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(Rubus phoenicolasius)

Photo of wineberry
Photo credit: Nisa Karimi

Perennial shrub with arching stems up to 9’ in length. Purple-red hairs cover the entire plant (canes, petioles, sepals) and are interspersed with small prickles. Wineberry spreads vegetatively by rooting when canes touch the ground and form root buds.


Other names for this plant include:
  • Common names: Japanese wineberry, wine raspberry
Ecological threat:
  • Found along forest edges, fields, open woods and riparian areas such as streams and wetlands.
  • Out-competes native vegetation by shading them out and rapid growth.
 Overview map of prohibited classification in WI
Prohibited (red) counties

Classification in Wisconsin: Prohibited

Species Assessment Groups (SAG) were assembled to recommend a legal classification for each species considered for NR 40. The recommendation for wineberry was based upon this literature review [PDF] developed by the department.


Leaves: Alternate leaves are tri-lobed with leaflets being spade-heart shaped. Edges of leaves are serrated while the underside of leaves is white in appearance due to wooly white hairs.

Flowers: Small, green flowers with white petals and small reddish hairs occur in spring.

Fruits & seeds: Fruit is enclosed in a membrane until ripe, and the sepals open revealing the orange-red raspberry-type fruit.

Roots: Fibrous.

Similar species: Native blackberries and raspberries look very similar. The undersides of the leaves are generally green and sometimes a grayish-white color. Also, most do not have purplish-red hairs on the branches, petioles, or sepals. On the few that do have glandular hairs present, they are not longer than the thorns. Berries are black or red.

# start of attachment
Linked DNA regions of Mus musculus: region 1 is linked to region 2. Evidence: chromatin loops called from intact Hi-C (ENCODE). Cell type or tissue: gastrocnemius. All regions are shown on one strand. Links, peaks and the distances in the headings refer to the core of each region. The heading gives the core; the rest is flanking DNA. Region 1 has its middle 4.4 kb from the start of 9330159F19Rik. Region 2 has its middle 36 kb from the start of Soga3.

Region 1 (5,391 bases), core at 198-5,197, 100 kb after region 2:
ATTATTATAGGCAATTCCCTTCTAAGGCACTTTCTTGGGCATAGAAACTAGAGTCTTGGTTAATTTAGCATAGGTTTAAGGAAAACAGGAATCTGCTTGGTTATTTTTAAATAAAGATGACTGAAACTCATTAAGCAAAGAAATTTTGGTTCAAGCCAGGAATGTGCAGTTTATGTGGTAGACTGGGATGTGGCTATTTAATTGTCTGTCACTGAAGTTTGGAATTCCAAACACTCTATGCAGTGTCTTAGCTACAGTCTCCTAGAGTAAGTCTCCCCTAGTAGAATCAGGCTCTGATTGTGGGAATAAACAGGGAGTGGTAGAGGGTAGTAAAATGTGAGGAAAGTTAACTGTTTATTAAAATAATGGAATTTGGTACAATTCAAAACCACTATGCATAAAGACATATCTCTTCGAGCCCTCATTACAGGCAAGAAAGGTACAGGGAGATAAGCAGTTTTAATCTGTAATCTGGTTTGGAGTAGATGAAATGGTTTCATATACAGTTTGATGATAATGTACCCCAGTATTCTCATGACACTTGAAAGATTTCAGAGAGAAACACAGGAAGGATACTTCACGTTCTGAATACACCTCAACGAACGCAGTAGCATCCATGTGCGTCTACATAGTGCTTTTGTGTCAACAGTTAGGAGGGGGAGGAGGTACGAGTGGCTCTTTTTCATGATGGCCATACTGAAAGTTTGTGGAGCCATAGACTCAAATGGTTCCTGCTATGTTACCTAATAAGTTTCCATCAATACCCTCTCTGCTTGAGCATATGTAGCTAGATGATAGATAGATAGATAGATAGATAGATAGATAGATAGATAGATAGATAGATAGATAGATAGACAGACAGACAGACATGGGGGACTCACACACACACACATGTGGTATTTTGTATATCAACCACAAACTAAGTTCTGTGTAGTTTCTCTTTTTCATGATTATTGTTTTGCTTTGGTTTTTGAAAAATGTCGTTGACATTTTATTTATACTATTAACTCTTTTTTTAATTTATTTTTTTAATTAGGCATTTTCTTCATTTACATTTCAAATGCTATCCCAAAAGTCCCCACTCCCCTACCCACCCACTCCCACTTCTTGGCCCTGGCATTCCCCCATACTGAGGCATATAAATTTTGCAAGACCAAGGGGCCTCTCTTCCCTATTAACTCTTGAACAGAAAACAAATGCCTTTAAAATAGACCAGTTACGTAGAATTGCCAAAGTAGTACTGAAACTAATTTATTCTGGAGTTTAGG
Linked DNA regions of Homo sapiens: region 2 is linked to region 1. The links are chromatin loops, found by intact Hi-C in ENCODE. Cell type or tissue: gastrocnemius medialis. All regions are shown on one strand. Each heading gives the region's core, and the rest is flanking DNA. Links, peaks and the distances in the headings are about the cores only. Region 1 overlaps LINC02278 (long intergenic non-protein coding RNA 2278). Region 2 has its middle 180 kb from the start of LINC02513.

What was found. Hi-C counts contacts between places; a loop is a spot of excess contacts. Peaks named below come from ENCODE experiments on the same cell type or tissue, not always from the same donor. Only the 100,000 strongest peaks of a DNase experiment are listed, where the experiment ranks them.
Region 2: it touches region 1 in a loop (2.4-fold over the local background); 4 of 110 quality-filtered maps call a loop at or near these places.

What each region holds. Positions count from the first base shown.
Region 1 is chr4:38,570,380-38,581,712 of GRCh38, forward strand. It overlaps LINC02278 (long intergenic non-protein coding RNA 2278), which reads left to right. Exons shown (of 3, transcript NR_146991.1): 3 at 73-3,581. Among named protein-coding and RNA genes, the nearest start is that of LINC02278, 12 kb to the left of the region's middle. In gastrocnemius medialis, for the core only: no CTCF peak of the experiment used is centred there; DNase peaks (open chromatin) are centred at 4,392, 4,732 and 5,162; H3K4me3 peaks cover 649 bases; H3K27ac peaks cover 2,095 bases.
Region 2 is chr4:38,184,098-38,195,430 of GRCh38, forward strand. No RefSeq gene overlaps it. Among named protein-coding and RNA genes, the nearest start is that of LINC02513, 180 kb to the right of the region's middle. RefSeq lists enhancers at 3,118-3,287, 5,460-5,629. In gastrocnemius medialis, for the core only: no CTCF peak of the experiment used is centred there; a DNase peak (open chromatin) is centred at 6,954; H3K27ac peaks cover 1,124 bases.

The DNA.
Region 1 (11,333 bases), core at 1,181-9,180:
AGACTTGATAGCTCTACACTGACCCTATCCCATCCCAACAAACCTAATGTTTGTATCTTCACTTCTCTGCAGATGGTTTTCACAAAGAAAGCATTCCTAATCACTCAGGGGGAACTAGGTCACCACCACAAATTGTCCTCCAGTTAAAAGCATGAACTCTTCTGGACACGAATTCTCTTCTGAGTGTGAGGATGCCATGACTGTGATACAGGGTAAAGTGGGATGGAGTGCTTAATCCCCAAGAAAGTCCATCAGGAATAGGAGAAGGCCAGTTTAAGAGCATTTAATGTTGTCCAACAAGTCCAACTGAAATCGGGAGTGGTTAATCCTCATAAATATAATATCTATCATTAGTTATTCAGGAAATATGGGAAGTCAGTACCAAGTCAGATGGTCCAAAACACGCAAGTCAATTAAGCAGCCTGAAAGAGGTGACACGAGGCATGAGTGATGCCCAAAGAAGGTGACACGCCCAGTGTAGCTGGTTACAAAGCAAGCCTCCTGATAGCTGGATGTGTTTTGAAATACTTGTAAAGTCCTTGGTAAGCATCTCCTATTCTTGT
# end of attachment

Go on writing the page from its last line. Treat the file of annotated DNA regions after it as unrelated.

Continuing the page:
Mechanical: In small areas, plants can be hand-pulled or dug out. Mowing or cutting the stem followed by chemical treatment can also be effective.

Chemical: Foliar spray resprouts with triclopyr or metsulfuron-methyl; cut stump with glyphosate or triclopyr in the fall.


View wineberry pictures in our photo gallery!


Sources for content:
  • Sarver, M.J., A. Treher, L. Wilson, R. Naczi, and F.B. Kuehn, 2008. Mistaken Identity? Invasive Plants and their Native Look-alikes: an Identification Guide for the Mid-Atlantic. Dove, DE: Delaware Department of Agriculture and USDA Natural Resources Conservation Service. Pg 20-21.
  • Swearingen, J., K. Reshetiloff, B. Slattery, and S. Zwicker. 2002. Plant Invaders of Mid-Atlantic Natural Areas [exit DNR]. National Park Service and U.S. Fish & Wildlife Service, 82 pp.
Links for more information: